Again, while it doesn’t have the biggest cabin (and as an aside, if you spec a sunroof it really does eat into headroom quite a lot, which is worth thinking about if you’re taller), the Puma has evidently been very carefully considered. Mostly behind the rear seats. It’s enough for most owners that a compact crossover has a naturally high boot floor (closer to waist height and therefore easier to load and unload) and a gaping hatchback, but the Puma’s boot takes things so much further.
The parcel shelf lifts with the tailgate, meaning it’s out of the way when loading bigger stuff. The floor is twin level, but there’s a mechanism so that at its lower setting it will lift slightly when the seats are dropped, creating a smooth loading bay.
Then there’s the Megabox, of course, which is 80 litres large and contributes to a 468-litre space, rising to a 1161-litre total. By comparison, a Nissan Juke has a 345-litre space and a Citroen C3 Aircross 410 litres. That said, the Citroen feels like a more capacious car in general – especially in rear seat terms – and will serve you better if it’s practicality you’re mainly looking for. The Puma seats five, albeit whoever is wearing the rear middle seatbelt will feel hard done by.
How Much Will It Cost Me?
Being Fiesta-based means that this isn’t a particularly costly car, which coupled with the high amount of standard equipment makes it a very attractive lease.
Base cars, called Titanium, come with 17-inch wheels, climate control, touchscreen infotainment, wireless phone charging, rear parking sensors and loads of safety kit, while ST Line models have a sportier look, mainly down to a body kit and specific wheel designs.
ST-Line X versions get bigger wheels – 18 inches, no less – and, more significantly, a B&O sound system to replace the fairly lacklustre standard setup. Definitely worth the additional outlay if you can.
With a manual gearbox, fuel economy from the 1.0-litre EcoBoost engine is officially pegged at 50.4mpg using the WLTP average measurement, and that’s regardless of whether you go for 125hp or 155hp version, while 126g/km CO2 makes it relatively tax-efficient, putting it in the £175 first year rate (£150 thereafter). Insurance rates are decent too, with most versions sitting between groups 15 and 20.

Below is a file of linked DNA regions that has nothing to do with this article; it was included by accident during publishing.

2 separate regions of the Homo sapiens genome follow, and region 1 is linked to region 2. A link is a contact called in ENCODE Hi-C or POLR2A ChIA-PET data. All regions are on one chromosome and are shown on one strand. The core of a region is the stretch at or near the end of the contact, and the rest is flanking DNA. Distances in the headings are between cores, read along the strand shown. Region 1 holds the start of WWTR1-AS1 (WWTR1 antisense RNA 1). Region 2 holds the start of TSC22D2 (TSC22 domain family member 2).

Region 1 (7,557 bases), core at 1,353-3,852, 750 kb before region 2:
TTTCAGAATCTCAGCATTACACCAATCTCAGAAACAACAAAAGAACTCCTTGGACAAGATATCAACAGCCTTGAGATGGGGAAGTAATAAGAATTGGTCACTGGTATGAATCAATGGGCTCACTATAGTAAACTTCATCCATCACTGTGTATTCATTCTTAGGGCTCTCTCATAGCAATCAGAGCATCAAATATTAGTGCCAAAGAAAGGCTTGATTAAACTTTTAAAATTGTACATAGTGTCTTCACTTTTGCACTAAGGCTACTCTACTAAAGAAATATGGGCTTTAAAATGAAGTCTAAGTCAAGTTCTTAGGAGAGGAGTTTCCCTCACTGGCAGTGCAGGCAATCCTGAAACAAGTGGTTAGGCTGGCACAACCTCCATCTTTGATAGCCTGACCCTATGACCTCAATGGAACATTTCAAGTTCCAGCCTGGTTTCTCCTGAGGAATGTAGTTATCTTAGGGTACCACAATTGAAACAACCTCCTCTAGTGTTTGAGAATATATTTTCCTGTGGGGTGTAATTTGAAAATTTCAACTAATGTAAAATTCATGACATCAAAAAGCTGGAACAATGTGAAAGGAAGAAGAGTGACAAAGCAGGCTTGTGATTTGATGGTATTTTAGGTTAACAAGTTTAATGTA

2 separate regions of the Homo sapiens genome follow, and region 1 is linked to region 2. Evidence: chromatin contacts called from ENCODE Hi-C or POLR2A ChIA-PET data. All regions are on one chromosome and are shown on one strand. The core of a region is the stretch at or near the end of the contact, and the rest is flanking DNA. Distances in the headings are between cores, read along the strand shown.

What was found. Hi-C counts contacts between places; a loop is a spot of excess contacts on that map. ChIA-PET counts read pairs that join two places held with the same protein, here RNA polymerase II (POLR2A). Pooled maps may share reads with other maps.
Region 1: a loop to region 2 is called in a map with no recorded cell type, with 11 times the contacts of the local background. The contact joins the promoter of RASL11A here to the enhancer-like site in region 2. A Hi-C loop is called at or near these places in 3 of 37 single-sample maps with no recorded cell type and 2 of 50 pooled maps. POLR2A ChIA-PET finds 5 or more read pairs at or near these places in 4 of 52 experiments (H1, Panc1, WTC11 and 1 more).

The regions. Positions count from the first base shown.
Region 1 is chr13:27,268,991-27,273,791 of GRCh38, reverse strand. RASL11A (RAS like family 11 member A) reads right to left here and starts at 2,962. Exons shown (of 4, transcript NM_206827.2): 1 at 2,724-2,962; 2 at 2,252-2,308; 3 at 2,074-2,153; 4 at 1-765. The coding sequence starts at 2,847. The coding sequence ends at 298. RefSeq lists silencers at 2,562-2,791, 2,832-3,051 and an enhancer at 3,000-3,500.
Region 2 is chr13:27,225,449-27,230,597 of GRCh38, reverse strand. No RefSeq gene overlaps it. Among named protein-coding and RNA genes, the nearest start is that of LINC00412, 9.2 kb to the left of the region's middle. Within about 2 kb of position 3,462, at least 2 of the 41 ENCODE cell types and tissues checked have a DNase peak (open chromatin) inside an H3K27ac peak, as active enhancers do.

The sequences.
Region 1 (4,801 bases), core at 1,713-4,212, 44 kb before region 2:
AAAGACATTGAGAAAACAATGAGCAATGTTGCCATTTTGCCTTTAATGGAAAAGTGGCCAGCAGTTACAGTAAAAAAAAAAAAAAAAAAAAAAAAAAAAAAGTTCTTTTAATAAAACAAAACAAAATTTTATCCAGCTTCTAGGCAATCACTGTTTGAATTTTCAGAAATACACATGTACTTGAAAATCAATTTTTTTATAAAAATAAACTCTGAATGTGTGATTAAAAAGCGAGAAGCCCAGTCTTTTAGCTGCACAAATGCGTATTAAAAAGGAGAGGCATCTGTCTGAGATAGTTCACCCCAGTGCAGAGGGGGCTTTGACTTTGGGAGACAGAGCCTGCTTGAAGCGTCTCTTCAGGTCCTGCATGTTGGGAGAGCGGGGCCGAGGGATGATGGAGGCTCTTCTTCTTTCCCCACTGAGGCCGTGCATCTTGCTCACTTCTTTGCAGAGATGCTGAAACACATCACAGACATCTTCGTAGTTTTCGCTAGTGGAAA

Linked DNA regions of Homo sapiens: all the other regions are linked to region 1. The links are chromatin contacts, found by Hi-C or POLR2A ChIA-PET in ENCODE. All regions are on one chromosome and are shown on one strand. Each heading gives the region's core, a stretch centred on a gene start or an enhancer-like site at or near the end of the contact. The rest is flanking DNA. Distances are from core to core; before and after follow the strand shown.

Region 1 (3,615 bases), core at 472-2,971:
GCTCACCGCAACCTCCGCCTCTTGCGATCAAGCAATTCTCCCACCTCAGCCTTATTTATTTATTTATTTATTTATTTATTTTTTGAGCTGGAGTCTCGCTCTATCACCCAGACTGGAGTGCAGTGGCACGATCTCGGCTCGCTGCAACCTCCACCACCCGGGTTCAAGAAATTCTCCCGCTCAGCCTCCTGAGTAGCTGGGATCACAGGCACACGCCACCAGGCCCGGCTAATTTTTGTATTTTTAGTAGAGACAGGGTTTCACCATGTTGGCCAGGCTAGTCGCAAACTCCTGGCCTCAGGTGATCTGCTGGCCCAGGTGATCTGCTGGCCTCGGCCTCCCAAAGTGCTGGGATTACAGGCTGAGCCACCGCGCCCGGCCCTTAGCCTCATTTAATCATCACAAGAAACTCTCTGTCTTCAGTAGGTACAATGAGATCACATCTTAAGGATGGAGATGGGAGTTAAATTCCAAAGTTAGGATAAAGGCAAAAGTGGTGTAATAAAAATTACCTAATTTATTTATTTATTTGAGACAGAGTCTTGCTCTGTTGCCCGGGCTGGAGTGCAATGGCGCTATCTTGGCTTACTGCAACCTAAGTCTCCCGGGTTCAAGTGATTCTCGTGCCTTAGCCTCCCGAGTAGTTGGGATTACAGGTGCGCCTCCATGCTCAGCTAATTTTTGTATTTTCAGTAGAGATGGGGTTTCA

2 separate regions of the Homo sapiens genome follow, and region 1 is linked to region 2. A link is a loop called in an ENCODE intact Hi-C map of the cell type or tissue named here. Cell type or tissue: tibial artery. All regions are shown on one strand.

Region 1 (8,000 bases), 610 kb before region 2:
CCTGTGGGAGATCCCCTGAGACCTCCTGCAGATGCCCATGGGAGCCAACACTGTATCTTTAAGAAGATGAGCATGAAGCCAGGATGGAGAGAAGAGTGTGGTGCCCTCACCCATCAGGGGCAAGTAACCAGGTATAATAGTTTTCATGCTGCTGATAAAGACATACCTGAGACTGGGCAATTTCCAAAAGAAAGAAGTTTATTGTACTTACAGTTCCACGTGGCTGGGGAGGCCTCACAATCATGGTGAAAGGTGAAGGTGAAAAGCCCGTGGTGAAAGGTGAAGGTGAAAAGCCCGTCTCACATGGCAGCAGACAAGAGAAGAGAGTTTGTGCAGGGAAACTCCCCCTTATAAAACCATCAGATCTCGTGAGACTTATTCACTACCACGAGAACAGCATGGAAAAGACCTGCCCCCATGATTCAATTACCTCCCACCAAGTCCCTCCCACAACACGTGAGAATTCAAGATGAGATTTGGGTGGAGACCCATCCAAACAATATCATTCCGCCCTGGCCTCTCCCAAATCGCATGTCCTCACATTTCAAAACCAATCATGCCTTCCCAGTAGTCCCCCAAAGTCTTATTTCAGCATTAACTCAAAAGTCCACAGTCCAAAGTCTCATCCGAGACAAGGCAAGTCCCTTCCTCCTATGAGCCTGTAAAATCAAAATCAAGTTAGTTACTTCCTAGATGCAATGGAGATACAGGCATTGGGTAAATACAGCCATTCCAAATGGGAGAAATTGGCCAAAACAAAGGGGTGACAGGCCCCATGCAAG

Any Puma with a manual gearbox will have a 48v Mild Hybrid system (the automatic version doesn’t), which is basically a beefier starter motor that improves fuel economy by occasionally assisting the engine. It might be badged ‘hybrid’ but don’t be fooled, this is no Toyota Prius.
Anything Else I Should Know?
Firstly, and most importantly, this is a very safe car because it’s not only a fundamentally solid chassis but it comes with loads of safety features as standard, including lane departure warning and automatic emergency braking. It was rated five stars by Euro NCAP in 2019 including very good 94% and 84% ratings for adult occupants and child occupants respectively.
Secondly, the Puma here is one of the very few compact crossovers to get a proper hot hatch version in the form of the ST – not to be confused with ST Line versions of the standard car. The Puma ST proper has 200hp from a 1.5-litre turbo petrol engine and has been comprehensively dynamically overhauled (from a very good starting point as it was) into something that would feel at home on a race track.
The steering system has been quickened, the suspension stiffened up and the tyres replaced for stickier ones, while aesthetic upgrades include a full body kit, Recaro seats and Kermit-spec paintjob called Mean Green. It’s outstanding.
What Alternatives Should I Look At?
Citroen C3 Aircross
Airy ride quality and a bigger feeling cabin make the C3 the better compact crossover for family duties.
The second-generation Nissan Juke feels higher quality and looks sharper than the Puma.
Pure Volkswagen Group sensibility and ergonomics meet Ibiza-based styling flair in the Arona.
What we’re saying is that the Puma is far, far more dynamic and fun to drive than any small crossover has any right to be.
3 Things To Remember About The Ford Puma:
It’s an absolute hoot to drive, the best compact crossover in that regard.
The boot is sensational, especially the waterproof Megabox under the floor.
The EcoBoost engine sounds great and will give you 40-45mpg in real life.